A year ago, I wrote an article for Search Engine Watch entitled, “It’s ‘Horses for Courses’ at SES London.” In the article, I said business professionals may want to bring a team to Search Engine Strategies London – because there will be three concurrent conference tracks and no business professional will be able to attend all of the sessions.
Well, it’s a year later and I’d make the same case – even in a recession. In fact, if you need to grow your business online now more than ever, then the smart move will be to bring a team of three people to SES London 2009.
To some extent, this is a case of “In for a penny, in for a pound.” If something is worth doing, then you might as well go the whole nine yards.
But it also turns out that it has economic benefits. If you read the rates and registration details closely, you’ll see that there are Special Group Discounts. (First two conference registrants pay full price, the third person from the same organization, registering at the same time qualifies for 50% off their registration fee.)
And sending a team of three people will enable you to take advantage of the fact that the SEM conference includes advanced sessions, intermediate sessions, and beginner sessions. And this will enable your organization to put different “horses” on different “courses.”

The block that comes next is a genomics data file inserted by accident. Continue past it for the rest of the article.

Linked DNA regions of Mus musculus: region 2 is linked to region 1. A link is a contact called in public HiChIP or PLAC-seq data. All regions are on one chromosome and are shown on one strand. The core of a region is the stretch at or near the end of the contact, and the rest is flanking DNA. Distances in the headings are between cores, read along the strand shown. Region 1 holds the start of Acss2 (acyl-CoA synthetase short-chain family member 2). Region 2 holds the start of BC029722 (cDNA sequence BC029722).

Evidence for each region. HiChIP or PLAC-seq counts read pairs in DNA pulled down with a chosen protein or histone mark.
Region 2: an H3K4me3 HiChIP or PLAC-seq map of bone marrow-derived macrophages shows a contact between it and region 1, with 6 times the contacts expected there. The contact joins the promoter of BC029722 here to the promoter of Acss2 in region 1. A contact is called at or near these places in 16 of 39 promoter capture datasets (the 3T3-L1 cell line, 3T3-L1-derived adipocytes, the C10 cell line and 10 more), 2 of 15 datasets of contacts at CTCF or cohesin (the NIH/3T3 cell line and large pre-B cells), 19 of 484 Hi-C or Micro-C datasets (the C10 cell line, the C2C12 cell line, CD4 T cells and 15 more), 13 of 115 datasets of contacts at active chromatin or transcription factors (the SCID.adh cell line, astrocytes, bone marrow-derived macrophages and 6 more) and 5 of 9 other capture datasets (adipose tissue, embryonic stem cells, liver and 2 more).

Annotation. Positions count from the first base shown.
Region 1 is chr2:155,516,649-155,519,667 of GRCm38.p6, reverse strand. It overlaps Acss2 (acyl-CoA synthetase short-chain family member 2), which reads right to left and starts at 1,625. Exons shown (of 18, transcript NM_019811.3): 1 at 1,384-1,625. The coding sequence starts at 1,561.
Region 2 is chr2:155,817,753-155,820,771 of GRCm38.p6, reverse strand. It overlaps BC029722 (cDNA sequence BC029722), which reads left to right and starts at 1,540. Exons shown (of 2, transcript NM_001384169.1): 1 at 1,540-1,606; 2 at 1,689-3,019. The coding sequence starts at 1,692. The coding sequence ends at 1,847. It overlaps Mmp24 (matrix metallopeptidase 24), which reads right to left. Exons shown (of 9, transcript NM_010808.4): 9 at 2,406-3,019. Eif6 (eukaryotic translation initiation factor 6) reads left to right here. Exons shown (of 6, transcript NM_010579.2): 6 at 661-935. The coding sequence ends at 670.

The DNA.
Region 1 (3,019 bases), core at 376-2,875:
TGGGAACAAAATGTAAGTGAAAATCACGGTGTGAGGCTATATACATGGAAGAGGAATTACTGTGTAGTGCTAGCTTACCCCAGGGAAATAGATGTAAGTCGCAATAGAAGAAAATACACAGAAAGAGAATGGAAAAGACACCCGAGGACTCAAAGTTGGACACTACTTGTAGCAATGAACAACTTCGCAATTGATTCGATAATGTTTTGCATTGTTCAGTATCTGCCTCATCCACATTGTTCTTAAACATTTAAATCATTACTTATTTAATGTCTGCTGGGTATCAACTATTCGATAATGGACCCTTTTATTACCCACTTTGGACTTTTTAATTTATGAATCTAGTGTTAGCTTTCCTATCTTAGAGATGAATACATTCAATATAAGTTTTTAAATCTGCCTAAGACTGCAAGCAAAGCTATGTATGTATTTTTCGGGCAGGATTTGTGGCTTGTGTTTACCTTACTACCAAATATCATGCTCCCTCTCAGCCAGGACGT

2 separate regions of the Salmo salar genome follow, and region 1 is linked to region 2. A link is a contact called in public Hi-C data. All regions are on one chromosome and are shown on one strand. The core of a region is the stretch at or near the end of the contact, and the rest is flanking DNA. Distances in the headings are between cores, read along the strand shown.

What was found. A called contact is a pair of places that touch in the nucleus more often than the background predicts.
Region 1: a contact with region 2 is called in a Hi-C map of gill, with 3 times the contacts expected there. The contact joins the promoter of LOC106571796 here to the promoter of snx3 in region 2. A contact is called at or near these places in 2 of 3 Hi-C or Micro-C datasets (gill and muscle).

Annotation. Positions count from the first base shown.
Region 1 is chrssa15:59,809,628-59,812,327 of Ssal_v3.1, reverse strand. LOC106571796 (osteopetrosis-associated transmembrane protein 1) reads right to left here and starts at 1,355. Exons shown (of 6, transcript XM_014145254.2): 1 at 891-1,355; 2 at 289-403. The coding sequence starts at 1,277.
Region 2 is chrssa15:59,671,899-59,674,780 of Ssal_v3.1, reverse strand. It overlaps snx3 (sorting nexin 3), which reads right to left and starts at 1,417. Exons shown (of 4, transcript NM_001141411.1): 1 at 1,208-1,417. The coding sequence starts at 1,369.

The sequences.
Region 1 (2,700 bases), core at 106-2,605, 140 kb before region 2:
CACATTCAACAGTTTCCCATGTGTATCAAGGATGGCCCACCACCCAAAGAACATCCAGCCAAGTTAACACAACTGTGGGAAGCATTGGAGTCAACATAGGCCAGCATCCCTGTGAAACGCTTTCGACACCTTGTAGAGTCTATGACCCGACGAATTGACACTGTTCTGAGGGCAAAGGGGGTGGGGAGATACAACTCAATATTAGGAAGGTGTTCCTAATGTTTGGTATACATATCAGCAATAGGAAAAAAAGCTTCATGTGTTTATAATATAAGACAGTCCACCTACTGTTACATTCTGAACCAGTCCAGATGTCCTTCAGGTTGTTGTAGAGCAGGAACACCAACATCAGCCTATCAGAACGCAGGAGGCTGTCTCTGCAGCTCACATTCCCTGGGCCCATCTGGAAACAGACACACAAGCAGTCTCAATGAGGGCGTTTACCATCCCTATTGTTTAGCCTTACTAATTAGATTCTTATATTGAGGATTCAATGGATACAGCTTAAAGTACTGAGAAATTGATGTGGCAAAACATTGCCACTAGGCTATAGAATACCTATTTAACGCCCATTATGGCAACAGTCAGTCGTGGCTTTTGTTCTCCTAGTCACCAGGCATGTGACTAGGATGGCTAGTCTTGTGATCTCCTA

For example, someone entering the SEM steeplechase for the first time will race through the the Fundamentals Track on Wednesday, Feb. 18, as well as the Beyond Fundamentals Track on Thursday, Feb. 19.
Meanwhile, someone who’s been around the SEO racecourse a few times will gallop through the Organic Track on Tuesday, and the Issues and Tactics Track on Thursday.
To extend the metaphor, someone who already knows how to harness PPC will be trotting through the Advertising Track on Wednesday, as well as the Improve Me Track on Thursday.
How can I be so sure? Well, I’ve been speaking at Search Engine Strategies London each and every year since 2005. And when I wasn’t speaking, I was sitting in on sessions to report on the conference for Search Engine Watch.
If you’ve never been to SES London before and want to get an idea of what you’ll see and hear, you can take a look at the descriptions below of half a dozen out of more than 40 sessions — as well as some video interviews with six the more than 60 conference speakers.
Let’s start with a couple of the advanced sessions first.
Search Advertising Tools: In order to get a leg up on the competition, successful Search Engine Marketers need to be armed with the latest tools of the trade. This session will explore a range of popular search engine advertising tools along with some important features you should be aware of. One of the speakers on the panel of experts will be Thomas Bindl, Founder & CEO, Refined Labs GmbH.
Byron Gordon of SEO-PR interviewed Thomas about the evolution of search ad tools during SES Chicago 2008. Thomas mentioned the best paid and free search ad tools on the net and provided a preview of SES London 2009.